All of this is fascinating as, instead of organisations making it all up as they go along, they have to figure a lot of things out in advance. in order to satisfy their legal requirements and inform the user

When collecting personal data directly from data subjects, the controller has to provide the following information to data subjects at the moment of the obtaining the data:

  • The controller’s identity and contact details;
  • The contact details of the data protection officer (if applicable);
  • The purposes and legal basis for data processing;
  • The recipients of the personal data;
  • The fact that the controller intends to transfer personal data outside the EU (if applicable).

Furthermore, to ensure fair and transparent processing, the controller needs to provide the following information:

  • The reason why the data subject needs to provide personal data (this could be a statutory or contractual requirement or a requirement to enter into a contract), if the data subject is obliged to do so and what the consequences are for not not providing the data;
  • Data storage period;
  • The rights of data subjects (right to access, rectification, erasure, restriction of processing, objection to processing, data portability, the right to withdraw consent; the right to lodge a complaint with a supervisory authority);
  • The existence of automated decision making (including profiling);
  • Any other purposes (if the controller intends to further process the personal data for a purpose other than that for which the data was originally collected).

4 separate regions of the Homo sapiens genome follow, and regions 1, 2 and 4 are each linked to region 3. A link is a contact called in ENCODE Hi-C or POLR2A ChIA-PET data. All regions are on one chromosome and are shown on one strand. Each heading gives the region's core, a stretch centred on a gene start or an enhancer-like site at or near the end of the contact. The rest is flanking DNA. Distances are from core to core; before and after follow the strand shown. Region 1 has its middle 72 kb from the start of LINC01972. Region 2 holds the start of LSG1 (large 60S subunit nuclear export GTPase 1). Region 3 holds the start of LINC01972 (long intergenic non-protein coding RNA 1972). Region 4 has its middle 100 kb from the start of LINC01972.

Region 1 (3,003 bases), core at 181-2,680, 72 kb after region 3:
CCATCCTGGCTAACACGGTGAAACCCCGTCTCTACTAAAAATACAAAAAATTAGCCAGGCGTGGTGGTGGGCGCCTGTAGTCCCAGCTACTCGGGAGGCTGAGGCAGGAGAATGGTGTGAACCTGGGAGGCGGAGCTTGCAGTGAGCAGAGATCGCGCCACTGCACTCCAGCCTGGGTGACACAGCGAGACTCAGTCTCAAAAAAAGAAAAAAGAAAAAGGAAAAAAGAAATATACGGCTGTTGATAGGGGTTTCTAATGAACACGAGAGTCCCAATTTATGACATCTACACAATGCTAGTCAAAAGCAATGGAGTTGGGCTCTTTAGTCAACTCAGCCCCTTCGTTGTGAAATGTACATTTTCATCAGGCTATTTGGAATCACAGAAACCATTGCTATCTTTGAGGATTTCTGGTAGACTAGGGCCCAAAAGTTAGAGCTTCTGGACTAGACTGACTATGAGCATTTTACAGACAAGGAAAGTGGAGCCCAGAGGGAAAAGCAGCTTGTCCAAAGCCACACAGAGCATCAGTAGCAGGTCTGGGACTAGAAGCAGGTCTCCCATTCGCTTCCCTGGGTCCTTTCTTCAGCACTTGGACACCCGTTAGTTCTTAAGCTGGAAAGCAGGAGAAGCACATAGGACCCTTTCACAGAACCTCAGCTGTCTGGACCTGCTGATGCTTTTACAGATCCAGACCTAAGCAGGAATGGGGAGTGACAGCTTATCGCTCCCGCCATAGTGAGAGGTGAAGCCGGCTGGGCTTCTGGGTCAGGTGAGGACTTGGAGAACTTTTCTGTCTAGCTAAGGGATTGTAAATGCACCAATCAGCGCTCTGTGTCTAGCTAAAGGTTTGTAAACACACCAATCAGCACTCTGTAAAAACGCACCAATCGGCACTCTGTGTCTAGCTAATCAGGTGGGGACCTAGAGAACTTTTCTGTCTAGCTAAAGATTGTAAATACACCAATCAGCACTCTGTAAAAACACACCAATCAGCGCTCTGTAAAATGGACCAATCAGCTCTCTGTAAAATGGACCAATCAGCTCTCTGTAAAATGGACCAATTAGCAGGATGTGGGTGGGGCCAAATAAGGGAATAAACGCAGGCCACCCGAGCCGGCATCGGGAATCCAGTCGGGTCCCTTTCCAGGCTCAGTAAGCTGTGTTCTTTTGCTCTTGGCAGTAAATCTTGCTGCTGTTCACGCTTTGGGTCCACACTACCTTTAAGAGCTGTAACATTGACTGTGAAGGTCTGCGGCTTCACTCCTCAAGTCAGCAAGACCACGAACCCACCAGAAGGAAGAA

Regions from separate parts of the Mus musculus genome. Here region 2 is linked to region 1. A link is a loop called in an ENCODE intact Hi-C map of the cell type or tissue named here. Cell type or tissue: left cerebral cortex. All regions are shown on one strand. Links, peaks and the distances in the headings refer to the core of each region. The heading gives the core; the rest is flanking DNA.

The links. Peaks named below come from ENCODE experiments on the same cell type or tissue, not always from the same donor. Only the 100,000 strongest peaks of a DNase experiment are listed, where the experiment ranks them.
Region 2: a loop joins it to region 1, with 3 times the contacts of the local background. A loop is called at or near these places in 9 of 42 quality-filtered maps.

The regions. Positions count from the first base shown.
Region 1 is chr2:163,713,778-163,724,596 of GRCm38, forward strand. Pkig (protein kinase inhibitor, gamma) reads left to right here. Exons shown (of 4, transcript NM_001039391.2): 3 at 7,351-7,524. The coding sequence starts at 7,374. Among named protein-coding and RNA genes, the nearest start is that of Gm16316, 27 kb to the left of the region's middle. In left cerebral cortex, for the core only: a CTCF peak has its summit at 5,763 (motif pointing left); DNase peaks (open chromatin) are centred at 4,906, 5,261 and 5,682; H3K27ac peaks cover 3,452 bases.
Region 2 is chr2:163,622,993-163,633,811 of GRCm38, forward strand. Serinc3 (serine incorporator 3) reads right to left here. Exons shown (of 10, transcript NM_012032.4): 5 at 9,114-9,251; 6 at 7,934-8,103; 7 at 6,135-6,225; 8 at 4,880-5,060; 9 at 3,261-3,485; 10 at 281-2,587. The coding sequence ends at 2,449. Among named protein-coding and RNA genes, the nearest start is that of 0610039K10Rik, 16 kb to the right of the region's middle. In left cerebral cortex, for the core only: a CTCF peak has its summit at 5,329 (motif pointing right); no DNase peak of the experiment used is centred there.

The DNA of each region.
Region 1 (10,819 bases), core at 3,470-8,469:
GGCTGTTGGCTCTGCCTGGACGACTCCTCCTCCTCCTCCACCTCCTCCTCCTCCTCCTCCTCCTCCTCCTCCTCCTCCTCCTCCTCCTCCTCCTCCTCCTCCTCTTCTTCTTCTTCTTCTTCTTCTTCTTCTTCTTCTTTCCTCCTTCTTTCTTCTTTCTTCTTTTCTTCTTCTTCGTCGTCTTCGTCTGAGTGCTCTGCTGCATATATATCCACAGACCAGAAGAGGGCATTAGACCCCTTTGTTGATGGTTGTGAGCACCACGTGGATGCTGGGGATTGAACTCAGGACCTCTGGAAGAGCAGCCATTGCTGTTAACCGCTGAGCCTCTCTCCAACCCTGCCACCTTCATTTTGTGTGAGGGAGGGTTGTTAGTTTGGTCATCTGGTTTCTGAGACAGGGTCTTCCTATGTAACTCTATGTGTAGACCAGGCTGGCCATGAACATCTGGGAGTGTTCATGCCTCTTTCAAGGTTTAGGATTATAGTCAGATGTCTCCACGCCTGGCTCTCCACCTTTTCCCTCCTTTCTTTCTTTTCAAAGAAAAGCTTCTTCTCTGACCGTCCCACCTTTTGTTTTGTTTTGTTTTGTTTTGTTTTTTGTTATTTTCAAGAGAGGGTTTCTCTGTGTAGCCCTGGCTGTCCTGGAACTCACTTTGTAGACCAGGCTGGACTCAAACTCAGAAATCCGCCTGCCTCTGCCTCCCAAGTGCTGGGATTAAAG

Over and above this, organisations have to be lot more secure in their data storage and processing procedures.

Under Article 32, controllers have the obligation to take technical and organisational measures to achieve a level of security appropriate to potential risk. When taking these measures, they need to consider the state of the art, the costs of implementation and the nature, scope, context and purposes of processing as well as the risk of varying likelihood and severity for the rights and freedoms of natural persons. Examples of such measures include:

  • Pseudonymisation and encryption;
  • Ensuring the ongoing confidentiality, integrity, availability and resilience of processing system and services;
  • The ability to restore the availability and access to personal data in a timely manner in case of physical or technical incident;
  • A process for regularly testing, assessing and evaluating the effectiveness of technical and organisational measures to ensure the security of the processing.

Data breaches

Returning to what happens when and if things go wrong, and user data is compromised, the GDPR makes very specific provisions:

When a data breach occurs, a controller has the obligation under Article 33 to notify the competent supervisory authority within 72 hours after becoming aware of the data breach, unless the breach is unlikely to result in a risk to the rights and freedoms of natural persons. If the supervisory authority is not notified within 72 hours, the controller needs to provide reasons for the delay.

Note the ‘unless the breach is unlikely to result in a risk to the rights and freedoms of natural persons’. In other words, if there’s a data breach but the data is encrypted (as in the case of the LastPass hack) then, as far as I’m aware, while the organisation may choose to notify the supervisory authority, they are not required to do so. Obviously, if personally identifiable information was accessed, then the organisation would need to notify the relevant supervisory authority within 72 hours.

If there’s an elevated risk, then the notification should be immediate. The ‘data subject’ (i.e. user) also needs to be informed, in ways that they can understand:

Furthermore, the controller has the obligation to communicate without undue delay the personal data breach to the data subject under Article 34 if the breach is likely to result in a high risk to the rights and freedoms of natural persons. The communication to the data subject needs to be described in clear, plain and understandable language.